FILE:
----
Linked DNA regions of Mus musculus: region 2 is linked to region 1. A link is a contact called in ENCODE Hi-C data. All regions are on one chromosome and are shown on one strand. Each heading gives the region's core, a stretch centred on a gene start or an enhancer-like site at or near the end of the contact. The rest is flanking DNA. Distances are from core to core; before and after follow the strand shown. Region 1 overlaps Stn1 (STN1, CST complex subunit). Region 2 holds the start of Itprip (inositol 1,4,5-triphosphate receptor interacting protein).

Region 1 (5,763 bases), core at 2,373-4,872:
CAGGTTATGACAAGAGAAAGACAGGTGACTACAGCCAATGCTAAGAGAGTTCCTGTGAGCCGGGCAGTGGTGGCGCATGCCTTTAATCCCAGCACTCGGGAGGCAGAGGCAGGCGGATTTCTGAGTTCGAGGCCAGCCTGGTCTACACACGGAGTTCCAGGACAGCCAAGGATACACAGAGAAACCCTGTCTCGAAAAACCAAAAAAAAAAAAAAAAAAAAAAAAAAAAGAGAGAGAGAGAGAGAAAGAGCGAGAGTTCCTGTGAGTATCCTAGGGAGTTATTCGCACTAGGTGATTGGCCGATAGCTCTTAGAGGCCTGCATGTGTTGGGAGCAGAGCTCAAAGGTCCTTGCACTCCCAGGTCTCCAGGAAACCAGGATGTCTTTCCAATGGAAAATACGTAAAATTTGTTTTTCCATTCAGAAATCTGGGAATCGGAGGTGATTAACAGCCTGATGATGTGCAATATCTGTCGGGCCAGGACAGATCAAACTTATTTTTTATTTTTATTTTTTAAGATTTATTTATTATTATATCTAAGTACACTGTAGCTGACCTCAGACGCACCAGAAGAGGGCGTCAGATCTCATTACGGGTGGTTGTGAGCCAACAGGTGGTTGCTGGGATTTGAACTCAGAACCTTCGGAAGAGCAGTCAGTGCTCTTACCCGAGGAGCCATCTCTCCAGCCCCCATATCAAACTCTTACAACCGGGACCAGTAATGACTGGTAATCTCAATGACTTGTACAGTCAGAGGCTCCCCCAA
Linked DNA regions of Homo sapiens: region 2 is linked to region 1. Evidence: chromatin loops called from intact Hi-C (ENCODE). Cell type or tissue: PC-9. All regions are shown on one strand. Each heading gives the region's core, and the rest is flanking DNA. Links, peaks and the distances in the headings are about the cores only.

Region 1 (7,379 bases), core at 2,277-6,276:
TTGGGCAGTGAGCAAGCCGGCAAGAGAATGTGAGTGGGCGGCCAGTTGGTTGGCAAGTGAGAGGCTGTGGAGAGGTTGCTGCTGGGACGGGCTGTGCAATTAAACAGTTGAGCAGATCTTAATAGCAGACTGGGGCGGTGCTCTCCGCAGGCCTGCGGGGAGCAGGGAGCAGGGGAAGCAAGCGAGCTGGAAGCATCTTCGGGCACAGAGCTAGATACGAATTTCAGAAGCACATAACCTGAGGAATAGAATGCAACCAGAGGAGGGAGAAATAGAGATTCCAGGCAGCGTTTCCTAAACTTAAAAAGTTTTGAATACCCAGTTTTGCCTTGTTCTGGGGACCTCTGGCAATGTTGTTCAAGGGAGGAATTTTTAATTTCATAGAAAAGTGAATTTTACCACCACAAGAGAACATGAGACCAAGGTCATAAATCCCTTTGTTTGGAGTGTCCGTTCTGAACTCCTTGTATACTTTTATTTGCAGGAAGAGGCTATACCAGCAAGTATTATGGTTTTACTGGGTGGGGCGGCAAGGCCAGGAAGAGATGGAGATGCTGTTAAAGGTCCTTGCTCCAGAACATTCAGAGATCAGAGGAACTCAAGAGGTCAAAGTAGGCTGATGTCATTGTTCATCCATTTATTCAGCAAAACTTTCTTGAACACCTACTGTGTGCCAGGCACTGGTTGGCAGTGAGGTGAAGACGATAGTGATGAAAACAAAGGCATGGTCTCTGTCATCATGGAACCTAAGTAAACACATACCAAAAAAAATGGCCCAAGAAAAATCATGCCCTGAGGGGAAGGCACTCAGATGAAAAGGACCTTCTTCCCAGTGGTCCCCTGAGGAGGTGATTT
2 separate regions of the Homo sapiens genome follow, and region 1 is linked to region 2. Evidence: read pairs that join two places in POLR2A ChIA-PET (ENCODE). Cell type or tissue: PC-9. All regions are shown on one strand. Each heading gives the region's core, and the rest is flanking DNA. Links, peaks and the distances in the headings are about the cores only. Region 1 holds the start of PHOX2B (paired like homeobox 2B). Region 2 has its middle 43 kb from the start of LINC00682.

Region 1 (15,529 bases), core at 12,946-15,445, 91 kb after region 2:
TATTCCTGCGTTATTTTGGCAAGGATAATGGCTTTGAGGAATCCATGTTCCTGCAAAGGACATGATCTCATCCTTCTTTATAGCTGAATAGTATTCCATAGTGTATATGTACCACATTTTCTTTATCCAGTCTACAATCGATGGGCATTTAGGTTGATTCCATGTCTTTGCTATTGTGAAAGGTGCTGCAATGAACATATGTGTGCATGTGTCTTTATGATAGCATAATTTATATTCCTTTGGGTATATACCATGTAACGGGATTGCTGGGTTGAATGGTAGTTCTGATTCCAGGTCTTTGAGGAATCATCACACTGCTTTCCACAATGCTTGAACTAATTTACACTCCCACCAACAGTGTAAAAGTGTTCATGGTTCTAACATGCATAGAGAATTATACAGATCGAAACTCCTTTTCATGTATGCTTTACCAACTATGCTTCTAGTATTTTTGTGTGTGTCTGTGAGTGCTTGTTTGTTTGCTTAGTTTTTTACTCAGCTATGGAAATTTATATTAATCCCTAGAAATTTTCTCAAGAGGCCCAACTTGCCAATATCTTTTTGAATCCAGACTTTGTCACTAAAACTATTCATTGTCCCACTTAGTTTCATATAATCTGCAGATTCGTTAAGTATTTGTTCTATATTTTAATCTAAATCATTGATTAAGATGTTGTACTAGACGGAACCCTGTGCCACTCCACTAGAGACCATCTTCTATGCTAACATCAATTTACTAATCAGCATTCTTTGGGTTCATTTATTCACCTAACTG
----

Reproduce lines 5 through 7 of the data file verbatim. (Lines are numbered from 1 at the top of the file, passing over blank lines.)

Region 1 (7,379 bases), core at 2,277-6,276:
TTGGGCAGTGAGCAAGCCGGCAAGAGAATGTGAGTGGGCGGCCAGTTGGTTGGCAAGTGAGAGGCTGTGGAGAGGTTGCTGCTGGGACGGGCTGTGCAATTAAACAGTTGAGCAGATCTTAATAGCAGACTGGGGCGGTGCTCTCCGCAGGCCTGCGGGGAGCAGGGAGCAGGGGAAGCAAGCGAGCTGGAAGCATCTTCGGGCACAGAGCTAGATACGAATTTCAGAAGCACATAACCTGAGGAATAGAATGCAACCAGAGGAGGGAGAAATAGAGATTCCAGGCAGCGTTTCCTAAACTTAAAAAGTTTTGAATACCCAGTTTTGCCTTGTTCTGGGGACCTCTGGCAATGTTGTTCAAGGGAGGAATTTTTAATTTCATAGAAAAGTGAATTTTACCACCACAAGAGAACATGAGACCAAGGTCATAAATCCCTTTGTTTGGAGTGTCCGTTCTGAACTCCTTGTATACTTTTATTTGCAGGAAGAGGCTATACCAGCAAGTATTATGGTTTTACTGGGTGGGGCGGCAAGGCCAGGAAGAGATGGAGATGCTGTTAAAGGTCCTTGCTCCAGAACATTCAGAGATCAGAGGAACTCAAGAGGTCAAAGTAGGCTGATGTCATTGTTCATCCATTTATTCAGCAAAACTTTCTTGAACACCTACTGTGTGCCAGGCACTGGTTGGCAGTGAGGTGAAGACGATAGTGATGAAAACAAAGGCATGGTCTCTGTCATCATGGAACCTAAGTAAACACATACCAAAAAAAATGGCCCAAGAAAAATCATGCCCTGAGGGGAAGGCACTCAGATGAAAAGGACCTTCTTCCCAGTGGTCCCCTGAGGAGGTGATTT
2 separate regions of the Homo sapiens genome follow, and region 1 is linked to region 2. Evidence: read pairs that join two places in POLR2A ChIA-PET (ENCODE). Cell type or tissue: PC-9. All regions are shown on one strand. Each heading gives the region's core, and the rest is flanking DNA. Links, peaks and the distances in the headings are about the cores only. Region 1 holds the start of PHOX2B (paired like homeobox 2B). Region 2 has its middle 43 kb from the start of LINC00682.